A gene discovered by Harvard researchers and their colleagues in England makes a protein necessary to trigger a hormonal cascade that flows from the brain to the gonads. Without it, the researchers have shown, humans and mice do not become sexually mature. Stephanie Seminara, an assistant professor of medicine at Harvard Medical School, called the gene part of “the pilot light of puberty.” Seminara and other Harvard investigators searched for the gene for many years before identifying it in a Saudi family. Mutations in the gene have prevented many members of that family from undergoing puberty. In August, Seminara received a phone call from Paradigm Therapeutics, a biotech company in Cambridge, England, saying that the company had created a mouse that failed to reach puberty. Paradigm Therapeutics has a tradition of naming its gene discoveries after famous orphans, because their function is unknown. The nonpubertal gene was christened Harry Potter after the popular boy wizard. A report appeared in the Oct. 23, 2003 issue of The New England Journal of Medicine.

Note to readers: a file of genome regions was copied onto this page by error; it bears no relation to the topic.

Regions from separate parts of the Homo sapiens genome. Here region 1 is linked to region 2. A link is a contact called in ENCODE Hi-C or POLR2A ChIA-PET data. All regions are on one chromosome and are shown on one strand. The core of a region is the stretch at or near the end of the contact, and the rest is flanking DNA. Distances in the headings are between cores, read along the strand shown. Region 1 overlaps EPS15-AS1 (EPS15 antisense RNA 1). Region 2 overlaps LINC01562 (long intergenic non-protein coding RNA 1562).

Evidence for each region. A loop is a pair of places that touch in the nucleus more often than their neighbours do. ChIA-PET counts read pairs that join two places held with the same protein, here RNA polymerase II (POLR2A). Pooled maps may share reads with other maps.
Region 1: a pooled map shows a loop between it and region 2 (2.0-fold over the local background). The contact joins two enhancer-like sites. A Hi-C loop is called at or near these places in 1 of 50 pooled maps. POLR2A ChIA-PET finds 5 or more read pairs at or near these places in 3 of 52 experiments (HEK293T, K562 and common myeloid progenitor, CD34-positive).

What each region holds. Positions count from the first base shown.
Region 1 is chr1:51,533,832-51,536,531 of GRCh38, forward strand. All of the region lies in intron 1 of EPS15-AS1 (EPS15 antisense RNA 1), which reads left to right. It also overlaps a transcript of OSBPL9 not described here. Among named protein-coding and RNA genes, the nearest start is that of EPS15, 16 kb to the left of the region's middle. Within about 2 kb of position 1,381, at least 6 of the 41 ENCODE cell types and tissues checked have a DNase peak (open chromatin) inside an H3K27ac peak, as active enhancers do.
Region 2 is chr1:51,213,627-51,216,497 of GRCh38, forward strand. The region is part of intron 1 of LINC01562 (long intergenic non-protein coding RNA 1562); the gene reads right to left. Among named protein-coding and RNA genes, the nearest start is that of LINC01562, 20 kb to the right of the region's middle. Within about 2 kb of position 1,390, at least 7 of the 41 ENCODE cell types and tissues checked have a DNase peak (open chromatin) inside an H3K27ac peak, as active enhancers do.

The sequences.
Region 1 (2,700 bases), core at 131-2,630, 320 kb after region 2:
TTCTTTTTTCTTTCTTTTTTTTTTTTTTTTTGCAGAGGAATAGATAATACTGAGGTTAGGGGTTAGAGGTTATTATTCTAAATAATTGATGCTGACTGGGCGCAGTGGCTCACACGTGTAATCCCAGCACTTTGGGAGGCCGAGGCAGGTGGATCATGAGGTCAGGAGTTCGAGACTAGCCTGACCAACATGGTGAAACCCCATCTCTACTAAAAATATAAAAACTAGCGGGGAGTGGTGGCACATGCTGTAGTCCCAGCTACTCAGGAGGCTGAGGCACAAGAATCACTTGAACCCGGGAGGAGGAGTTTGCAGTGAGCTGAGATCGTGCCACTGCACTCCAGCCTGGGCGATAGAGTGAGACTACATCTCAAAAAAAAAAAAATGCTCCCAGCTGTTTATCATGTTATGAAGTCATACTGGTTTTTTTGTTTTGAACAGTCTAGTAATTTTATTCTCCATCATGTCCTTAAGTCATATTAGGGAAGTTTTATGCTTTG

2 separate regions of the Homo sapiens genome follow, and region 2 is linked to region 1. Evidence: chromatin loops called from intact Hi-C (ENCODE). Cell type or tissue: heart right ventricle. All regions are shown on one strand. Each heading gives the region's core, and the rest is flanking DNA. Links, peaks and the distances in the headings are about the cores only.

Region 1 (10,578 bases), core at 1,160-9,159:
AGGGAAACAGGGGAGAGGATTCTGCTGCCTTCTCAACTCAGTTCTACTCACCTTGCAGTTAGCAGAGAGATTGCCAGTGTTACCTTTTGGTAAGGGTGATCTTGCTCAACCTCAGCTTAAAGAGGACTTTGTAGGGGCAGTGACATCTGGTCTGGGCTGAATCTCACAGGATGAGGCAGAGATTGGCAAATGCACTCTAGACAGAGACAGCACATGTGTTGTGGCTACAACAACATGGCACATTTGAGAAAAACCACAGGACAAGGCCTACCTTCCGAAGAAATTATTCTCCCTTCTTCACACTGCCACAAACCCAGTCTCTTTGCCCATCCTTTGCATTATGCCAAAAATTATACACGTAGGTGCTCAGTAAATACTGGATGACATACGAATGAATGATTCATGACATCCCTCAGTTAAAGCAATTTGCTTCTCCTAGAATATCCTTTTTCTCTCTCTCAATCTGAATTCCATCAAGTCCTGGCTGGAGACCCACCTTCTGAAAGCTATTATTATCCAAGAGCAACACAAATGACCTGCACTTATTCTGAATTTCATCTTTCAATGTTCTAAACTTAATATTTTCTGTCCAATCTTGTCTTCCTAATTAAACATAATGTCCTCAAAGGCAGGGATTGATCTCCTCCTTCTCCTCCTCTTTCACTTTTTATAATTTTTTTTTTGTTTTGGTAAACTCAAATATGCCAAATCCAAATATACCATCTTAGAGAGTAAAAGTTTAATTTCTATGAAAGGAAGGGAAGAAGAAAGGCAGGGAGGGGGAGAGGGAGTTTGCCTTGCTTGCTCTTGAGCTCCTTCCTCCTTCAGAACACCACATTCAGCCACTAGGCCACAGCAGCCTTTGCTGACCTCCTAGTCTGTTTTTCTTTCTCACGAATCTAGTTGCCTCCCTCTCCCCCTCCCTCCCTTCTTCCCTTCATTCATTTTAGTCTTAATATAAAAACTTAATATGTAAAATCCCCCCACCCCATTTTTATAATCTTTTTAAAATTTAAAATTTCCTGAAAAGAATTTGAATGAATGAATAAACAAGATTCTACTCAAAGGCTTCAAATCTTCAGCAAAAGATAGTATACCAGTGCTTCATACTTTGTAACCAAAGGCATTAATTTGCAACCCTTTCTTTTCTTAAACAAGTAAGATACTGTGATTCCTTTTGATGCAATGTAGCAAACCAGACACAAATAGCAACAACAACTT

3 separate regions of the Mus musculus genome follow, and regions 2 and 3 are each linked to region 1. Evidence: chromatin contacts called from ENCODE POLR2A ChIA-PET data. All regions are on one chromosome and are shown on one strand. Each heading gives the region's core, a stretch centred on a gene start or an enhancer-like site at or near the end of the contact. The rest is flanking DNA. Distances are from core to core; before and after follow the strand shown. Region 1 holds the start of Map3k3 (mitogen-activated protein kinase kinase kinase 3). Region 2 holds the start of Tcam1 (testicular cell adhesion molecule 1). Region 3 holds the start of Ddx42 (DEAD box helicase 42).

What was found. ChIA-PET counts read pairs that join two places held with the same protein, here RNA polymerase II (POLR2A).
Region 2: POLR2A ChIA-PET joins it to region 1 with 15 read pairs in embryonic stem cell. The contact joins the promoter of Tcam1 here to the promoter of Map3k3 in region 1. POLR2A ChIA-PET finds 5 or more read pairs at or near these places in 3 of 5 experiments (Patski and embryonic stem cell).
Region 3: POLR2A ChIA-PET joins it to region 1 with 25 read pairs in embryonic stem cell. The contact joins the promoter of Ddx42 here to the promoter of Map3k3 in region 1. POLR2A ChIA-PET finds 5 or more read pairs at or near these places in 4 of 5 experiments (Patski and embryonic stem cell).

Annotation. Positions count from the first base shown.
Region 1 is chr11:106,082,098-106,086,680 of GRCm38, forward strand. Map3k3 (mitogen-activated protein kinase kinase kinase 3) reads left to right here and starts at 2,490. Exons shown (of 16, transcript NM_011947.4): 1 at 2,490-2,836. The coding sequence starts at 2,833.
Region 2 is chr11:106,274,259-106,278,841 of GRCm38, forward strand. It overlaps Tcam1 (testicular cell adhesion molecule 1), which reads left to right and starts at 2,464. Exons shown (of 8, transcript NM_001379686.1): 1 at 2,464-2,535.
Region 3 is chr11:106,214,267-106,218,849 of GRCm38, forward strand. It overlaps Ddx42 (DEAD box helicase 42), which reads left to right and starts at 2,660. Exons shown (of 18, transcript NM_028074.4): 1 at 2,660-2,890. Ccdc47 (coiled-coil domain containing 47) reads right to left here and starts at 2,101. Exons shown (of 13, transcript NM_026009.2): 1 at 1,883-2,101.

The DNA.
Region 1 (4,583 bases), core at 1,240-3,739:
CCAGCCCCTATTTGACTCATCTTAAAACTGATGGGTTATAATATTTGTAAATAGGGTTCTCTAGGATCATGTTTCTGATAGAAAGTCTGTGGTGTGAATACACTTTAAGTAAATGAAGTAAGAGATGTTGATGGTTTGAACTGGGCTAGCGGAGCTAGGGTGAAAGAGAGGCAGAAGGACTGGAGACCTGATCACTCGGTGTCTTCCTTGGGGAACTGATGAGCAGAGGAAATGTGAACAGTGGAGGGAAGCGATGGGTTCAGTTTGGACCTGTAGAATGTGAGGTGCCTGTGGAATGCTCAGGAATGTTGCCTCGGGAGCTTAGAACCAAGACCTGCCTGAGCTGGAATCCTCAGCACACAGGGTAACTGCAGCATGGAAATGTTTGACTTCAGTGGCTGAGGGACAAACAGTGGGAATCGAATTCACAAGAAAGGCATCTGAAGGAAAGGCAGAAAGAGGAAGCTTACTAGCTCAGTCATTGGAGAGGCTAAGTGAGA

Puberty gene identified
Discovery of 'Harry Potter' gene could lead to new infertility, cancer treatments